Sponsored By

Botnets Resurge After Holiday BreakBotnets Resurge After Holiday Break

After going dark for about a week, the Waledac and Rustock botnets suddenly resurfaced and began unleashing large quantities of pharmaceutical spam.

Mathew J. Schwartz

January 14, 2011

2 Min Read

Top 10 Security Stories Of 2010

Top 10 Security Stories Of 2010

(click image for larger view)
Slideshow: Top 10 Security Stories Of 2010

File under "suspicious": Two seemingly unrelated botnets went dark for about a week, then suddenly reappeared, pushing updated malware to infected PCs and unleashing a massive spam campaign. Substantial numbers of the spam messages are emanating from the .ru domain, which is Russia's top-level domain.

One of the botnets in question is Waledac, aka Storm, which recently distributed an update to all infected computers, generated large quantities of spam with a New Year's theme, then went dark in early January. About a week later, however, the botnet resurfaced, unleashing a new "magic blue pill" spam campaign, as it's done in the past.

The new Waledac malware also received a 2011 makeover. "After the downtime, the botnet came back up and an update followed. The binary executable of the bot was updated, the code itself showed small changes, and the network messages exchanged by the botnet peers showed a new message containing a spam job involving pharmaceutical spam, rather than misleading applications," according to a blog post from Symantec's Andrea Lelli.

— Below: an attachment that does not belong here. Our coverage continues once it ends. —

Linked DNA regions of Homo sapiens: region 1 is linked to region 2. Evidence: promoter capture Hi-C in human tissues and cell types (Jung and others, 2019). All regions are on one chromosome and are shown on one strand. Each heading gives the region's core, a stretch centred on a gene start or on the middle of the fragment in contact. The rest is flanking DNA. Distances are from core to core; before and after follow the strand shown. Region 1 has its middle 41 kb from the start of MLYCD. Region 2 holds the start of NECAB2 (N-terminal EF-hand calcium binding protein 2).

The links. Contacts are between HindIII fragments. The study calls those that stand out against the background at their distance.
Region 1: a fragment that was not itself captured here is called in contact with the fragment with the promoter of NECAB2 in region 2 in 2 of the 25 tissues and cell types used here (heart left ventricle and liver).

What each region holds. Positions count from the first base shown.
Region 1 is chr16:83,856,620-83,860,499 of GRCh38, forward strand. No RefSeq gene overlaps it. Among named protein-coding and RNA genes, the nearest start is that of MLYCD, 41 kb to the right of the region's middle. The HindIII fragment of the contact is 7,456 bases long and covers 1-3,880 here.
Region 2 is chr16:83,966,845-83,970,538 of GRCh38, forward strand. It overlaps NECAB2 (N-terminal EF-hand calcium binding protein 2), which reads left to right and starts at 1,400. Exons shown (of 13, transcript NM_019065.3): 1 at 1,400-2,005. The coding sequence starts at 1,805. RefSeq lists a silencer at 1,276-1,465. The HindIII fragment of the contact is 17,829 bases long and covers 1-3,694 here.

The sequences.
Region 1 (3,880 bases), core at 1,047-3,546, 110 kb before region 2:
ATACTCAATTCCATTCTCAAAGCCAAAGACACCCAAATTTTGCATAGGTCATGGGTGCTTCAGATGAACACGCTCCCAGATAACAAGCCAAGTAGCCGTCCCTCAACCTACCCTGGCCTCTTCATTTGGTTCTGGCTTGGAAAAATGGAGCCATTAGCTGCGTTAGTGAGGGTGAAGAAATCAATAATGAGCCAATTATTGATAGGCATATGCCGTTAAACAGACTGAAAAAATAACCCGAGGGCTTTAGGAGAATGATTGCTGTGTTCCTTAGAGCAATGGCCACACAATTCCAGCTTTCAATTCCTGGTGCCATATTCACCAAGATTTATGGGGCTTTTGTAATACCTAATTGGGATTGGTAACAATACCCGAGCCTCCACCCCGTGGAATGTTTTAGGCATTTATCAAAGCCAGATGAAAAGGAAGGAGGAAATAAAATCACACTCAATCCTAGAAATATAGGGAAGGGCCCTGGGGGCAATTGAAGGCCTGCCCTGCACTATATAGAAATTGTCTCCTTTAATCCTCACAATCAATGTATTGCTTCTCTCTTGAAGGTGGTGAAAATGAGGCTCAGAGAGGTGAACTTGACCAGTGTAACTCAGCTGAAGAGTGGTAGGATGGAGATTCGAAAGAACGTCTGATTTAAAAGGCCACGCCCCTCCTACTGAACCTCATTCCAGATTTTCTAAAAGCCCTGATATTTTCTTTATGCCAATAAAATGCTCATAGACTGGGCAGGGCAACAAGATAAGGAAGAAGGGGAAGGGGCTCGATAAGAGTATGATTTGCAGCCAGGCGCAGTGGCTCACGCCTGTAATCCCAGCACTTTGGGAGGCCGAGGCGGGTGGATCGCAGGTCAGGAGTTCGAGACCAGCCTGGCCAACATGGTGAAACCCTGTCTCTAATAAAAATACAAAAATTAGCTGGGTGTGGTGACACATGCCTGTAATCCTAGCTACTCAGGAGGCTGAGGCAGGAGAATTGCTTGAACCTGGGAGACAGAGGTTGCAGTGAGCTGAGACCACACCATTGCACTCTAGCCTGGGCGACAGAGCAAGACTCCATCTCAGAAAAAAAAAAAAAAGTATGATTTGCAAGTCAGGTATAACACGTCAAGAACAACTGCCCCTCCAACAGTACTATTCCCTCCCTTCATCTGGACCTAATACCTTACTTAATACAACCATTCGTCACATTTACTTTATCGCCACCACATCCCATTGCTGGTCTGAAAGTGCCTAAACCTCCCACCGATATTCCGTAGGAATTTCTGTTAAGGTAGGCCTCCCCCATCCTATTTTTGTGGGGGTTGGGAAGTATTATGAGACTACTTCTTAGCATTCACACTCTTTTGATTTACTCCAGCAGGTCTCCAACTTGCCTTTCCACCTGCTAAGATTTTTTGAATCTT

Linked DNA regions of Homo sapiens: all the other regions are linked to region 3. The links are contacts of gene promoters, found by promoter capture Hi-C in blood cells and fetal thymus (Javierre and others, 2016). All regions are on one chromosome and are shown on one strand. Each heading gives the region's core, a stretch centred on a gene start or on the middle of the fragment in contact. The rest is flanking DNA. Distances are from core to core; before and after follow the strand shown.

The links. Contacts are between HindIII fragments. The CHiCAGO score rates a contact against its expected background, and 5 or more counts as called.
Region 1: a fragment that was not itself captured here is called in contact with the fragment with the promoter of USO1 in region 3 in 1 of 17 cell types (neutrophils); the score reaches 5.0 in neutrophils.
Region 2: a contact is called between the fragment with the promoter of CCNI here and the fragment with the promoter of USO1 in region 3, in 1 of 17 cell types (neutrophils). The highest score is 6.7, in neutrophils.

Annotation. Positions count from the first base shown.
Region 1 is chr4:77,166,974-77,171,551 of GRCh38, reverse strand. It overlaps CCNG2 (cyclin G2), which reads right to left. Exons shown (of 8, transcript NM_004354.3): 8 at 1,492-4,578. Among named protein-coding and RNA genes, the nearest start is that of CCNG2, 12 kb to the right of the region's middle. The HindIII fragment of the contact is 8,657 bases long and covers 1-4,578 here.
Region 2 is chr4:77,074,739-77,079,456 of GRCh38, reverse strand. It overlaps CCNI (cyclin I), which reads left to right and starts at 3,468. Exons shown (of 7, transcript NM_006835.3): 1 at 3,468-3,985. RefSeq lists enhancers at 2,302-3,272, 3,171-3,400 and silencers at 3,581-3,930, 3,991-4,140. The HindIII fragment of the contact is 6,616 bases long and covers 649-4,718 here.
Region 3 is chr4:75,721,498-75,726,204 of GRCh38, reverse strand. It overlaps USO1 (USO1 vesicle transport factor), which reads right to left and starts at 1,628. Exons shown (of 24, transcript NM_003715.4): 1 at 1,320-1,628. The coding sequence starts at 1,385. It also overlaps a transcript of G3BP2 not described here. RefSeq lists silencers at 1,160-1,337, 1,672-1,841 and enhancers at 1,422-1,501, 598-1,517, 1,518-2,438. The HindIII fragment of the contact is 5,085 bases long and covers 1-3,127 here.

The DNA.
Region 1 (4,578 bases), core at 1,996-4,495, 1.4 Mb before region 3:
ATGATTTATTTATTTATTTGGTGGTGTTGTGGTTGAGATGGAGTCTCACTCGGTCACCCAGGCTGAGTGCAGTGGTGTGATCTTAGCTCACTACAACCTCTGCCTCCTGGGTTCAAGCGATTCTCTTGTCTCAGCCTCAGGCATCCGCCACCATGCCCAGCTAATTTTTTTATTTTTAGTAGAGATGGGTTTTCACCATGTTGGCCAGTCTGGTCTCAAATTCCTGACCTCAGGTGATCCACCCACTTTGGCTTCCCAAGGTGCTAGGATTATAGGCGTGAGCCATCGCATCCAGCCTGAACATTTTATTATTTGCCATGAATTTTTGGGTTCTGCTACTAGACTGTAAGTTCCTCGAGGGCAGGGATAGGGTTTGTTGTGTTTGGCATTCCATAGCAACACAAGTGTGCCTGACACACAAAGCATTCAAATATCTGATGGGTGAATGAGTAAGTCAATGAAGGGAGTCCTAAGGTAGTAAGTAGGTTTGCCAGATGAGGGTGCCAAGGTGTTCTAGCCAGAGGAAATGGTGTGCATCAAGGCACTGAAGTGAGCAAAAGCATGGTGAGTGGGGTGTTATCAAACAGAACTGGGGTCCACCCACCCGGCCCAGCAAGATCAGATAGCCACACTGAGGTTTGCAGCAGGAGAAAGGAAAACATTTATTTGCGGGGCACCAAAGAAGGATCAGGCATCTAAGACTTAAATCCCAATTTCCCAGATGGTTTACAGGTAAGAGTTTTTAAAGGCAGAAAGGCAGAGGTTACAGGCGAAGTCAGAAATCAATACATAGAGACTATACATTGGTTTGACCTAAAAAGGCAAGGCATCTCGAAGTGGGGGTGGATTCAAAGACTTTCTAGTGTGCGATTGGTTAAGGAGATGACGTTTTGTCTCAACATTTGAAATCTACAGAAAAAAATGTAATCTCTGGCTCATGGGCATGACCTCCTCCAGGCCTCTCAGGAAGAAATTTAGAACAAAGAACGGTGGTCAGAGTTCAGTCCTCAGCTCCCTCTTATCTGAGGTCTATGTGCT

"The spammed links will redirect the user on a domain controlled by the botnet, which in turn is a redirector to a domain owned by the 'Trusted Tabs' branding, a notorious pharmaceutical spam operation group," she said.

Interestingly, at about the same time that Waledac reappeared, Rustock -- the world's most prolific botnet in 2010, in a year that saw new malware volume reach an all-time high -- also resurfaced, and likewise began issuing large quantities of pharmaceutical spam.

The timing of the two botnets resurfacing is "a suspicious coincidence indeed," said Lelli, though she cautioned that Symantec was still investigating whether the two botnets were, in fact, controlled by the same group. On the upside, the two botnets' spam volumes are currently lower than in 2010.

Read more about:


About the Author(s)

Mathew J. Schwartz


Mathew Schwartz served as the InformationWeek information security reporter from 2010 until mid-2014.

Keep up with the latest cybersecurity threats, newly discovered vulnerabilities, data breach information, and emerging trends. Delivered daily or weekly right to your email inbox.

You May Also Like

More Insights